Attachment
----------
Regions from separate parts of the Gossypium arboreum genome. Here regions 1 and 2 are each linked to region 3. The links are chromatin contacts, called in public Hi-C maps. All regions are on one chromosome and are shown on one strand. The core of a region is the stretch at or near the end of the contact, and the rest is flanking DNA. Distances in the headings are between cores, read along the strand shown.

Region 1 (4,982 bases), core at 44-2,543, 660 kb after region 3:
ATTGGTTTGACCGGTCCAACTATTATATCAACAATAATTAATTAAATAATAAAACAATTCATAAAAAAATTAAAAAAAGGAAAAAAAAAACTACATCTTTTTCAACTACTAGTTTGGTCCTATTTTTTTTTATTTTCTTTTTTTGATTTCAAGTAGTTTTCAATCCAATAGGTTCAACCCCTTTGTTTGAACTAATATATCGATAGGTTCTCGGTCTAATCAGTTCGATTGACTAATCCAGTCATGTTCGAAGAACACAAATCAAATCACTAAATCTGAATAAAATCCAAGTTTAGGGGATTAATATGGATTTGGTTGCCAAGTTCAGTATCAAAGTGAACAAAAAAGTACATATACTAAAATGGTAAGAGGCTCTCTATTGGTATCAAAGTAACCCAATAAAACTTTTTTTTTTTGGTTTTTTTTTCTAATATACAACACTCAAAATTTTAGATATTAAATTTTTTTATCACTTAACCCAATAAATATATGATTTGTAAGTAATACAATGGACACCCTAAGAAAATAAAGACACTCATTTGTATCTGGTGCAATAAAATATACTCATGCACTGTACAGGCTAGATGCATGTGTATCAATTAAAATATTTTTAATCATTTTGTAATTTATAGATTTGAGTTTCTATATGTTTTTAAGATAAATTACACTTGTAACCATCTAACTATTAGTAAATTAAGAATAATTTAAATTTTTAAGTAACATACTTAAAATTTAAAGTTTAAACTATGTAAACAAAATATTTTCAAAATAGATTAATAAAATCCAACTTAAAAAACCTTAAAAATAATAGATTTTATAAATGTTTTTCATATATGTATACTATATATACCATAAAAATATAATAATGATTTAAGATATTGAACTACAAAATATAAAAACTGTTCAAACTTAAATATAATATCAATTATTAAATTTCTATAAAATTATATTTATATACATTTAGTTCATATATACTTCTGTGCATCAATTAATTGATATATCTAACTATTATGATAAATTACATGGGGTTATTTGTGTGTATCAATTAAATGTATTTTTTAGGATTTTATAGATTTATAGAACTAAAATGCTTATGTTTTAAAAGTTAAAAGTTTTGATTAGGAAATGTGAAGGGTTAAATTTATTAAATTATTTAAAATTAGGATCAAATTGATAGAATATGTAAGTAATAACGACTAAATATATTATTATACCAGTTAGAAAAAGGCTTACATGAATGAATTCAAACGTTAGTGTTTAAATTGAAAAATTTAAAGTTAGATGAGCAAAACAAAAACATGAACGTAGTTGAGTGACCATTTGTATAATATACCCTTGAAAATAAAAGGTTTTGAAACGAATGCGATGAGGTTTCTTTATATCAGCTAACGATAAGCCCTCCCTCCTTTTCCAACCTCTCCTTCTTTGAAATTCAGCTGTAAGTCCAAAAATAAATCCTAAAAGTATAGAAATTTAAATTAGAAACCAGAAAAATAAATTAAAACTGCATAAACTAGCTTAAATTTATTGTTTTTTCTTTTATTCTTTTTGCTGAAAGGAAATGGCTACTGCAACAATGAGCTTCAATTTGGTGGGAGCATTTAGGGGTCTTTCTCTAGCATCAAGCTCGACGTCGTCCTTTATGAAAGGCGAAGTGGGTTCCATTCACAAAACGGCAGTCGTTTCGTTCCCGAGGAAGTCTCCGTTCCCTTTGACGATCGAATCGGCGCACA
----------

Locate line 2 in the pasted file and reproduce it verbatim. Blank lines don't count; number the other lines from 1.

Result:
Region 1 (4,982 bases), core at 44-2,543, 660 kb after region 3: